Even though Tennis World Tour 2 was a definite improvement on its predecessor in a lot of ways there was still plenty of room for improvement. For some of these improvements, there’s no need to wait until Tennis World Tour 3 thanks to the game’s obligatory next-gen upgrade that is now out. Anyone who purchased the Ace Edition, or holders of the Annual Pass, will be able to access the next-gen Tennis World Tour 2 upgrade free of charge. However, if you only have the digital standard edition of the game, you only get a 50% discount when purchasing the next-gen version.
The addition of ray tracing and a general improvement to the graphics of Tennis World Tour 2 does make the game look a bit better than it was last year. Everything is sharper, with the tennis stars having a more realistic appearance this time around, and it's even easier to make out the ball as it zooms around the screen. This was one of the major gripes with the game when it originally launched so it is good to see that it has been fixed, at least to some degree. Ultimately, this title still falls significantly short of other, more impressive, sports games and doesn’t feel as if it is truly “next-gen.”
Maybe that stuff would come alive if the gameplay was good. Maybe it’d all work if there was balance here. If when you faced a decent player, those cards and gear would give you the edge. We’d feel the game more then but this all feels like if FIFA and PES took a generational break and then Actua Soccer made a comeback to fill the gap. But that might be us. If you really like tennis and want to play a few sets either in career mode or in exhibition matches with the likes of Federer, Murray and Nadal (no Williams sisters though, for shame) then this might scratch that itch for you a little but for anyone looking for fun or even an introduction to the sport, this just isn’t accessible or fun enough.
There are several ways Tennis World Tour 2 has improved its career mode, but none are more important than the ability to now disable the uninspired skills card bonuses system that was previously a large component of the mode. These cards that you could purchase from your career earnings would give you the unrealistic ability to either boost your own attributes or nerf your opponent’s skills for a specific period of time during a match. They really have no place in a tennis simulation, so it’s great that you can simply turn them off (you can also do the same in exhibition matches).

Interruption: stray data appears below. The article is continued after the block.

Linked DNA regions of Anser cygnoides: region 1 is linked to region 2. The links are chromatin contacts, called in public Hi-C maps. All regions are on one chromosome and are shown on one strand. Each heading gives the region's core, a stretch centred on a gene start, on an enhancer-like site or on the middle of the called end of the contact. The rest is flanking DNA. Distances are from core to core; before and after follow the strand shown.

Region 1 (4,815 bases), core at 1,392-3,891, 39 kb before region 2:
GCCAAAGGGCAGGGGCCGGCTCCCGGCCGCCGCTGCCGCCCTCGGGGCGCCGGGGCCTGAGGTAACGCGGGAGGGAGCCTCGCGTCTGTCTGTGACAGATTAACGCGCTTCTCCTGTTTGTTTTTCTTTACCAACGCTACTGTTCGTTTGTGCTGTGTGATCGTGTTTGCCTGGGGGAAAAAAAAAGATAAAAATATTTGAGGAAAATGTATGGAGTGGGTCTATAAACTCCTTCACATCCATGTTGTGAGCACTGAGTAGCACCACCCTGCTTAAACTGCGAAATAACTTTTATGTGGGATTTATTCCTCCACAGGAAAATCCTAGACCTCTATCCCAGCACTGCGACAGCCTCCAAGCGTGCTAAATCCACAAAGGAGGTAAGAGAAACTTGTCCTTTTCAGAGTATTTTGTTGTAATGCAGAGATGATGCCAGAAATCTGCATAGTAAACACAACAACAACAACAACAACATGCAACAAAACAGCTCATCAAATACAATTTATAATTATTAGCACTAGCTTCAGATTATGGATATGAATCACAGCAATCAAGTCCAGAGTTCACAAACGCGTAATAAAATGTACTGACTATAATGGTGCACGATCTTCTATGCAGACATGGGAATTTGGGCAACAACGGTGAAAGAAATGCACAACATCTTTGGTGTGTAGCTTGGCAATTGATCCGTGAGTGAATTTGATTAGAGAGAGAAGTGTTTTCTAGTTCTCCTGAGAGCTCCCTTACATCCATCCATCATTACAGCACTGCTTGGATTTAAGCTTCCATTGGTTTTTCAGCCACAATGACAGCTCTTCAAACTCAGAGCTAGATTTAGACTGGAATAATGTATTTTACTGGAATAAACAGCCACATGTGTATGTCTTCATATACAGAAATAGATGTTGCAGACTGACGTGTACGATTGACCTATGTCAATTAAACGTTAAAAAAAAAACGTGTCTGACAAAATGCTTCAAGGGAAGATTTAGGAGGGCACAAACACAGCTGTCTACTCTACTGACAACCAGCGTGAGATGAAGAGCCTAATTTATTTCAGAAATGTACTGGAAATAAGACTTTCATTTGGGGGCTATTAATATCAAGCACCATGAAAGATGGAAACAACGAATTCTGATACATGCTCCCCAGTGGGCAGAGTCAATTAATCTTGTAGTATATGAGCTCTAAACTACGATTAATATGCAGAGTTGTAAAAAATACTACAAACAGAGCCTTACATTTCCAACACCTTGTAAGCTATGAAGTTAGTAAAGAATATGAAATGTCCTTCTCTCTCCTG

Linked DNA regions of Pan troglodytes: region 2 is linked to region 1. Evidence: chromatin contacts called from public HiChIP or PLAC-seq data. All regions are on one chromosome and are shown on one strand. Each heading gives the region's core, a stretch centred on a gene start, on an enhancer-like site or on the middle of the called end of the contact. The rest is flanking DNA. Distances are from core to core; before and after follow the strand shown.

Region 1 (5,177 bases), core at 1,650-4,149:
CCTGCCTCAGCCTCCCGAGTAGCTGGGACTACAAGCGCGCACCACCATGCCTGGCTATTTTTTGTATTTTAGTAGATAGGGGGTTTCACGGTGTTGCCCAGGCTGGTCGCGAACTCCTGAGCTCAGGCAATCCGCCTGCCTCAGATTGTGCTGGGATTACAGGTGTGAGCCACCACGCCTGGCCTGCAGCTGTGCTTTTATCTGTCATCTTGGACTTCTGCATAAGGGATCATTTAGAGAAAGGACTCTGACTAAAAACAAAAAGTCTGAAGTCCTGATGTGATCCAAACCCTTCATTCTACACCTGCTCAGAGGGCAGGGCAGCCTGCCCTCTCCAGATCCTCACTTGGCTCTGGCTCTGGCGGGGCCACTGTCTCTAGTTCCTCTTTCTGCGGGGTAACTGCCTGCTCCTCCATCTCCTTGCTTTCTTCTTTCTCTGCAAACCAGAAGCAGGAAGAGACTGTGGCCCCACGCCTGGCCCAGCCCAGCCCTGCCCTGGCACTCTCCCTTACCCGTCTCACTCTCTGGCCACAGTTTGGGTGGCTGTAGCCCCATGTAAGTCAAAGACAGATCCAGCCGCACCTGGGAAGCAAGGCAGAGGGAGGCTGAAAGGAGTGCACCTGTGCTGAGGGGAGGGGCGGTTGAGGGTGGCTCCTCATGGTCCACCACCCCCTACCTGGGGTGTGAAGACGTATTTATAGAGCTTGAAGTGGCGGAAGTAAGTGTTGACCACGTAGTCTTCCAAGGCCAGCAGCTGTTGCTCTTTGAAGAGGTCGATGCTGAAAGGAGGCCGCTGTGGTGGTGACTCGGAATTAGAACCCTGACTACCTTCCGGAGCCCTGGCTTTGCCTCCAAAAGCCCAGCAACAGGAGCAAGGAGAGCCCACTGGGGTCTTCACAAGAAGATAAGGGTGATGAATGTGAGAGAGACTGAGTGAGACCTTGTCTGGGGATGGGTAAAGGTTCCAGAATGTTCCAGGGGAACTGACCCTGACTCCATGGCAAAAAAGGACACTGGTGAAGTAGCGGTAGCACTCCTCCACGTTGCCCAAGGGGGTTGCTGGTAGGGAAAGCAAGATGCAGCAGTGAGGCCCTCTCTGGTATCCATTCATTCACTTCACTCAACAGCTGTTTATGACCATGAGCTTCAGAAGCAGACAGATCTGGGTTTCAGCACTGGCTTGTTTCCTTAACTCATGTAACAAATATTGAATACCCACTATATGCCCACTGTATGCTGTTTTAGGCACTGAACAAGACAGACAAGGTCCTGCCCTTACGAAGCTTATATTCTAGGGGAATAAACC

Perhaps the biggest improvement in Tennis World Tour 2 is the reduced load times. The original release would force players to sit through tediously long load screens for every match but that is now a thing of the past. It takes just a few seconds to set up and launch a new round, while menus have also been made more responsive so that bringing them up in a match is snappier.
The lack of PS5 features also extends to haptics. All we get here is some pretty basic vibration which is a shame as the mix of court surfaces and use of left/right hand shots could have been represented and fatigue could have been shown using the FIFA style trigger resistance feature.
But even though the developers have made some real strides since the frustrating release of the original Tennis World Tour, there’s still a lot of work to do yet. In subsequent patches to the game (and inevitably perhaps its sequel), the developers should focus now on making the gameplay a little more fluid, and the AI a little more consistent. It would be easier to overlook the shortcomings of a tennis game if some of its biggest issues weren’t occurring when you’re actually playing tennis.